Friday, December 23, 2011
It’s Christmas: once more wise – persons - consider where the bringer of our salvation is to be found
Mundraub. It was Annelie’s contribution to an on-going conversation ever since we were on our cruise. The discussion has revolved around the mansioned rich on the island hills and the poor in the markets. Being literally in the middle isn’t all that comfortable either, if you are wondering.
That particular German word came up as a remembrance of the war years “back then.” If a person stole because he or she were in dire hunger it is not a violation of the law; for Germans, this is much like English “common law.” She added to our talk the remembrance of that Sabbath when Jesus’ hungry disciples took grain from a field to eat as they were walking. The religious leaders were outraged. Not Jesus. He knew “hungry” not as a word in a biblical dictionary.
My own thoughts turned to the time when I was in graduate school in Berkley. It was the time of the “hippie.” They wore no shoes; their feet were dirty. They just did not smell like being poor. I know poor when I – well, every one who has been a rural pastor has been in situations… Most of those I saw in California were fashionable in their poverty; they romanticized it. Maybe you remember, too; it was right before the decade of the “Me” generation of the 80’s smiled its way in. Money was chic again.
It is so instructive to go into a younger women’s store. Coming into the section with jeans there will be a display of what’s in style: nothing like sporting holes on your knees to prove you are of the “in” crowd. Have you ever wondered how that fits into the protest about paying more taxes? Those worn out looking jeans don’t come free, you know… At least rags are not a fashion statement on Christmas Eve.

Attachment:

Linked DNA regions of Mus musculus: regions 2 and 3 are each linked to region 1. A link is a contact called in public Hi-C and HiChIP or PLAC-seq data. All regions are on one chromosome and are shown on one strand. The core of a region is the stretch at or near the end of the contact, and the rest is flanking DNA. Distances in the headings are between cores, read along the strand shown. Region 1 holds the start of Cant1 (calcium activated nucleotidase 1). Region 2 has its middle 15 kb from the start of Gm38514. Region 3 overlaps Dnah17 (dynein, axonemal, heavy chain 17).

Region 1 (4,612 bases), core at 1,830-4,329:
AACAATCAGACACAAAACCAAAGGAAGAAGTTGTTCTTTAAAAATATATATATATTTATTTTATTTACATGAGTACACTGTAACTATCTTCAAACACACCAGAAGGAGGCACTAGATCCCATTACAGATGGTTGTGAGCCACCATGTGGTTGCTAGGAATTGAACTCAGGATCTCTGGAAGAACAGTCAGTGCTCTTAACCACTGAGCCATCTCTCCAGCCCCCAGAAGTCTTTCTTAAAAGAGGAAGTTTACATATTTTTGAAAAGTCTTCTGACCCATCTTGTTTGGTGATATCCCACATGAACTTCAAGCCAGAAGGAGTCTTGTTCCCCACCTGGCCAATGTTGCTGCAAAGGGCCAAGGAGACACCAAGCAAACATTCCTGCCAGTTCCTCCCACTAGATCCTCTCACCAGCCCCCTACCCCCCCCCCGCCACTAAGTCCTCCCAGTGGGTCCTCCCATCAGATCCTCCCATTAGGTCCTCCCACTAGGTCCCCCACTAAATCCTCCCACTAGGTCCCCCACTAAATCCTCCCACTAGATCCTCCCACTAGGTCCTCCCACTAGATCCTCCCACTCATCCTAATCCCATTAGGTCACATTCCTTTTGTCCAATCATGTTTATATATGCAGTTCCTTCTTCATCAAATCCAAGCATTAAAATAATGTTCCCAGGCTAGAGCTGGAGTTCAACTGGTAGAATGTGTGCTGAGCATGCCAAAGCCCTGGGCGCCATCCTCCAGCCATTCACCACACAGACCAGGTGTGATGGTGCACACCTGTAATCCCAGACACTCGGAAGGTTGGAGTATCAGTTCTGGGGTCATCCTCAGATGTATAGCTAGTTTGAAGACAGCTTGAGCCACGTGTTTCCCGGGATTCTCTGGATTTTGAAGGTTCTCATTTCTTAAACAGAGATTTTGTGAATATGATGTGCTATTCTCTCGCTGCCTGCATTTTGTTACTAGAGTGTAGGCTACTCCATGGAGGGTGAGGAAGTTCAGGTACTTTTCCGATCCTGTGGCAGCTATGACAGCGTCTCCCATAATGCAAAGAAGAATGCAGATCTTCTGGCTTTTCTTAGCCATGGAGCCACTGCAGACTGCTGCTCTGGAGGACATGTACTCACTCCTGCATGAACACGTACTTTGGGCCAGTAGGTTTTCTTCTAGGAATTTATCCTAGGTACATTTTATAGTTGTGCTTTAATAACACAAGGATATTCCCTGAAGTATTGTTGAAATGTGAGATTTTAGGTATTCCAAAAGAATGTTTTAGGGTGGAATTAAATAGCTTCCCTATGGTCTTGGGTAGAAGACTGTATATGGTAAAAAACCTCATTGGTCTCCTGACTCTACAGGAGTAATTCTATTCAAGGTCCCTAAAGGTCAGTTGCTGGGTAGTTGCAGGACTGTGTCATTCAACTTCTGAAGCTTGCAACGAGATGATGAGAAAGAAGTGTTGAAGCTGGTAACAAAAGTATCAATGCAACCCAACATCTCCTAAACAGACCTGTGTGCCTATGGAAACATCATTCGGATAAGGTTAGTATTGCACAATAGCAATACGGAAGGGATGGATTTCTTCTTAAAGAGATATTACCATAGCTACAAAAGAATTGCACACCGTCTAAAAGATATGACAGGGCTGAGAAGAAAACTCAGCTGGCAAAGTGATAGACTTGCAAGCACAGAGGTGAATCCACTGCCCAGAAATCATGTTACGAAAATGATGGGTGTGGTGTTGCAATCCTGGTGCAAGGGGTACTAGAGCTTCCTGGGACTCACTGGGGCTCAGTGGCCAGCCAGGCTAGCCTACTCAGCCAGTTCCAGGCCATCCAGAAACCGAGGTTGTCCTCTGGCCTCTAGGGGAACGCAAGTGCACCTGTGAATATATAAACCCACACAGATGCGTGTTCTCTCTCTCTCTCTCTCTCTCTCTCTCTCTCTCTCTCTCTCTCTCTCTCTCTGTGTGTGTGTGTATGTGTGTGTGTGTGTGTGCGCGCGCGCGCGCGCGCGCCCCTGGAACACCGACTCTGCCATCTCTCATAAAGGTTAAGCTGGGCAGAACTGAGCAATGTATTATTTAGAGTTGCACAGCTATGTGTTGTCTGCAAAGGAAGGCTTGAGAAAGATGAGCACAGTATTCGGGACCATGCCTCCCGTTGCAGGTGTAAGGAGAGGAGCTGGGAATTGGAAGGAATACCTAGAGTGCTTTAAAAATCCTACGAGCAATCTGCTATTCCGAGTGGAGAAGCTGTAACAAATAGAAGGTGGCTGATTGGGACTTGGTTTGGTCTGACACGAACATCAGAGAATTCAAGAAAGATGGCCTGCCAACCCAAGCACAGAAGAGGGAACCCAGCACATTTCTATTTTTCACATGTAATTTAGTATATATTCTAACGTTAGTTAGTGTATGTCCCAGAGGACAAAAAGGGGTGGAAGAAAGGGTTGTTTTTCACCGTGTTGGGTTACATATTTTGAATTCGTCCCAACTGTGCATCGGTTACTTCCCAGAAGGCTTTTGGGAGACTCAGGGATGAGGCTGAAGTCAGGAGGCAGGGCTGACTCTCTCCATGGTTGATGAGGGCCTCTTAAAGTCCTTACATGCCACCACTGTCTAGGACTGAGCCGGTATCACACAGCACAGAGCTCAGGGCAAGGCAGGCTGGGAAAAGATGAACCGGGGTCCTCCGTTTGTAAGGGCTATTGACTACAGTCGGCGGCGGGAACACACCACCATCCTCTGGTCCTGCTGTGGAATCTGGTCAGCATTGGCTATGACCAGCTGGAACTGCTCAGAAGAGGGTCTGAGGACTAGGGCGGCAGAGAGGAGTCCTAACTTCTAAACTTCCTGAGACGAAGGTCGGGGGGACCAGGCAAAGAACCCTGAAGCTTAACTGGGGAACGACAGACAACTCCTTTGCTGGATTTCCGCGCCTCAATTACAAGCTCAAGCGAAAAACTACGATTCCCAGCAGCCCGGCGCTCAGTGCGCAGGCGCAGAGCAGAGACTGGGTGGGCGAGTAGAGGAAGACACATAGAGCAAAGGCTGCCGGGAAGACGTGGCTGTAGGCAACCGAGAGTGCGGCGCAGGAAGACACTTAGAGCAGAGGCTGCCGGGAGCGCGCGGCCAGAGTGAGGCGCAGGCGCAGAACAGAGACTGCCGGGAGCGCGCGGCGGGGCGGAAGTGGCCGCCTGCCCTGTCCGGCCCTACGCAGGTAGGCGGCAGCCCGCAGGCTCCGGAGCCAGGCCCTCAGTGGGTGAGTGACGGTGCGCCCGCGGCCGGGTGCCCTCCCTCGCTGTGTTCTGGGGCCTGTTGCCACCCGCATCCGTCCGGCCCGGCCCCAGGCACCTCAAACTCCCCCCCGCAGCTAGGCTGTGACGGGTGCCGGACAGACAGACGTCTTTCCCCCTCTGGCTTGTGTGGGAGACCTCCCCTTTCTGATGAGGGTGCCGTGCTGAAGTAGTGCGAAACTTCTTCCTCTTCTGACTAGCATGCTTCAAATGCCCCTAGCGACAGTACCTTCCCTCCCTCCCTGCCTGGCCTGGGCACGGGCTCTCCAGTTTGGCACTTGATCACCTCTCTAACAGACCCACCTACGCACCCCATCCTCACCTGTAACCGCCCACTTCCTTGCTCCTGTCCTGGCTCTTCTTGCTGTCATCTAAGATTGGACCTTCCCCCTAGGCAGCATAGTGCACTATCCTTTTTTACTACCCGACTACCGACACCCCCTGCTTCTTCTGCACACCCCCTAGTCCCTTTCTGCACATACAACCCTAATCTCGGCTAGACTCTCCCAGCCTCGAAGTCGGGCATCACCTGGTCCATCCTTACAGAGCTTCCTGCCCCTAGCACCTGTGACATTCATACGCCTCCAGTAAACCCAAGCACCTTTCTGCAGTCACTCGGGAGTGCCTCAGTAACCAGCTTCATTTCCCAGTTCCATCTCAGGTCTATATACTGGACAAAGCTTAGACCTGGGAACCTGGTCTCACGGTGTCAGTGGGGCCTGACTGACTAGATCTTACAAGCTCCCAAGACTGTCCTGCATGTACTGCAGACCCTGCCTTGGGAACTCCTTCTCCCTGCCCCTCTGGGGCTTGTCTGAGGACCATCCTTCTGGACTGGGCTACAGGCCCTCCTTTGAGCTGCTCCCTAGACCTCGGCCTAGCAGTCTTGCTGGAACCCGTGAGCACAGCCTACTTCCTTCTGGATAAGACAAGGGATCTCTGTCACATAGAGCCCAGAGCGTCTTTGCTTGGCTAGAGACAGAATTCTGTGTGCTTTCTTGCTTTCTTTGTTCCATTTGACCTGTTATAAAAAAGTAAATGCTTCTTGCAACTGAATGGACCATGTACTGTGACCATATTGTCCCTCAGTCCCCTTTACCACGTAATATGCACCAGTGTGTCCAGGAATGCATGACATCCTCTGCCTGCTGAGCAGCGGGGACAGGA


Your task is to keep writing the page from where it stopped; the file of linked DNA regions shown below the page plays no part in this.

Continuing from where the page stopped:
It was not so on that Eve when some blue collared fellows got some one to take their security shift at the sheep fold so they could go into Bethlehem. It would not be so either with those wealthy men jolting down the hill on their camels, bringing gifts to a child they had sensed from afar was full of promise.
Annelie and I once had our chance to go to Bethlehem, too. We didn’t take it. The locals were throwing rocks that day; someone might think a few casualties were a small price to keeping the lid on for another day. Poverty was the topic and nobody was posing.
I don’t know about “peace on earth” as a reality; I would settle for just a little more sanity, wouldn’t you?